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The Tokyo Metropolitan Government confirmed 331 new cases of COVID-19 infection Sunday, holding above the 300 mark for the fourth straight day.

The figure, which marked a drop from more than 420 cases reported in the past two days, brought the city’s total infections to 15,867. The metropolitan government has raised its alert for the pandemic to the highest of four levels, meaning “infections are spreading.”

With the summer holiday season starting Saturday, Gov. Yuriko Koike has requested that Tokyoites avoid traveling or returning to their hometowns.

Record daily infections have been reported in recent days outside the capital as prefectures nationwide braced for a possible surge during the annual Bon holiday period when many people living in urban areas return to their family homes across the nation.

Okinawa confirmed 159 new cases on Sunday, topping the previous record of 100 on Friday. Osaka logged 195 infections, while Aichi Prefecture reported 129 cases, marking a 13th straight day of over 100 cases.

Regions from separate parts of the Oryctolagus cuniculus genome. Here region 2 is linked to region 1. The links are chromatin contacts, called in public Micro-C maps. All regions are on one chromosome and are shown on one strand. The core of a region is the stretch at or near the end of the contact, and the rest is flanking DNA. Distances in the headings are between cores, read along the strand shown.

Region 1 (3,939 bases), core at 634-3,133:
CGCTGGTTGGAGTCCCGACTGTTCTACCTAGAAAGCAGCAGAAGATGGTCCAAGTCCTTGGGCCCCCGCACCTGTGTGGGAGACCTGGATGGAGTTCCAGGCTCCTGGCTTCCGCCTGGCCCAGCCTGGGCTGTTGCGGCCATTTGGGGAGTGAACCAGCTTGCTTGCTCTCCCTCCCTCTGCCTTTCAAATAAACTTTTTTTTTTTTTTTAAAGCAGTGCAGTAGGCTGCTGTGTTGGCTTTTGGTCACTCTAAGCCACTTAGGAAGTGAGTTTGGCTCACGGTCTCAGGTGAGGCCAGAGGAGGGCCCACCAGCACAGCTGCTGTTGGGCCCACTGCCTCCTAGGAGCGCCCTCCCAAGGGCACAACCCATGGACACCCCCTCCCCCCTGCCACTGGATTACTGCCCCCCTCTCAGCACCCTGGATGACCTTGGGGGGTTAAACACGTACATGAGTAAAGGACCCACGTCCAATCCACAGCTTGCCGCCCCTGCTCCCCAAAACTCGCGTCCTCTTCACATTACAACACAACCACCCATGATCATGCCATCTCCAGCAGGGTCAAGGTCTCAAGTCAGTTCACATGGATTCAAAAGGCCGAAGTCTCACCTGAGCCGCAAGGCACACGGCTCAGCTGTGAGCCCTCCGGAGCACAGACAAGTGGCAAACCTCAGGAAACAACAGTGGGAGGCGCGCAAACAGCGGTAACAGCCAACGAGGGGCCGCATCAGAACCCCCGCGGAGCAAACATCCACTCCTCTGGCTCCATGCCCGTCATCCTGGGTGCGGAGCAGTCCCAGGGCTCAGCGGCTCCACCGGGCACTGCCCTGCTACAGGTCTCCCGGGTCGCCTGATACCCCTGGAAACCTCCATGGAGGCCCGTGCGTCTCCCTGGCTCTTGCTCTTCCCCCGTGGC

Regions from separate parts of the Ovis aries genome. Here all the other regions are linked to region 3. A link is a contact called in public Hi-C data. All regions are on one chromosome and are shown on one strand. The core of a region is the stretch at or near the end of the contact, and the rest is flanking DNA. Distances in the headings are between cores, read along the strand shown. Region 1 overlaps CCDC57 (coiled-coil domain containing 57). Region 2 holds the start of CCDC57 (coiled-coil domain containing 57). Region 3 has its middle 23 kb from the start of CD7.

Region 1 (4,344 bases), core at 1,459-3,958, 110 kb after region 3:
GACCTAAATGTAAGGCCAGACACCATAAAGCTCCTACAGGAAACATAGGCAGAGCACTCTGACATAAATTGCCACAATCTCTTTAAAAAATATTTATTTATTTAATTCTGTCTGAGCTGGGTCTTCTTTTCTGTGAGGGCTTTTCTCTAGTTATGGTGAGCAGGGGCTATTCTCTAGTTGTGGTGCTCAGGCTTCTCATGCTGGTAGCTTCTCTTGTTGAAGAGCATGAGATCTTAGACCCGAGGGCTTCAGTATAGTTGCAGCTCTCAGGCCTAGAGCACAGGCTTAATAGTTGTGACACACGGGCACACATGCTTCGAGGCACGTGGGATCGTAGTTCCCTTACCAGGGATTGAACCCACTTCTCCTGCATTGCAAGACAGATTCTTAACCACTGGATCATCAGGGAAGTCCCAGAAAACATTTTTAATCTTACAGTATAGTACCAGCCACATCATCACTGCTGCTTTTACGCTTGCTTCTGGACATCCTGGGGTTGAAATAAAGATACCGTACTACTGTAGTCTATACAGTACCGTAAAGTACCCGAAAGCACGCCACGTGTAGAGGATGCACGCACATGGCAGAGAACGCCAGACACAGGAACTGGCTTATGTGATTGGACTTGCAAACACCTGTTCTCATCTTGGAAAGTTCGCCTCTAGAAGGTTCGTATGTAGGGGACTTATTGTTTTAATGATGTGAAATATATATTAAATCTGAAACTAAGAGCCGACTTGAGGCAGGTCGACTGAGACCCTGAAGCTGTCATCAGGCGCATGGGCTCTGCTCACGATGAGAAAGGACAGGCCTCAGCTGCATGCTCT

Kyushu’s Fukuoka Prefecture reported 109 new infections, while Kanagawa, next to Tokyo, reported 81. Hyogo also reported 48 new cases. More than 48,500 infections have been reported in Japan, with at least 1,576 deaths so far.

No congestion was seen for bullet trains and airports again on Sunday after local governments asked residents to avoid traveling to help keep the coronavirus spread from worsening.

Some shinkansen saw only 5 percent of their nonreserved seats filled with the highest rate limited to around 70 percent, compared to well above the 100 percent usually seen during the Bon holiday period.

Prime Minister Shinzo Abe on Sunday pledged to make additional efforts to combat the coronavirus so that the government would not have to declare another state of emergency in the future, given the serious damage that the declaration made in April had on the world’s third-biggest economy.

“We must make efforts further so that we will not need to declare a state of emergency again,” Abe told a news conference in Nagasaki during his visit to attend a ceremony marking the 75th anniversary of the U.S. atomic bombing of the city.

He added that he is not uniformly calling on people to refrain from returning to their hometowns during the Bon period.

Abe appeared cautious about a proposed additional revision to a special measures law in order for the country to step up its fight against the coronavirus.

The government will consider how to make a better system after the pandemic subsides, he also said.

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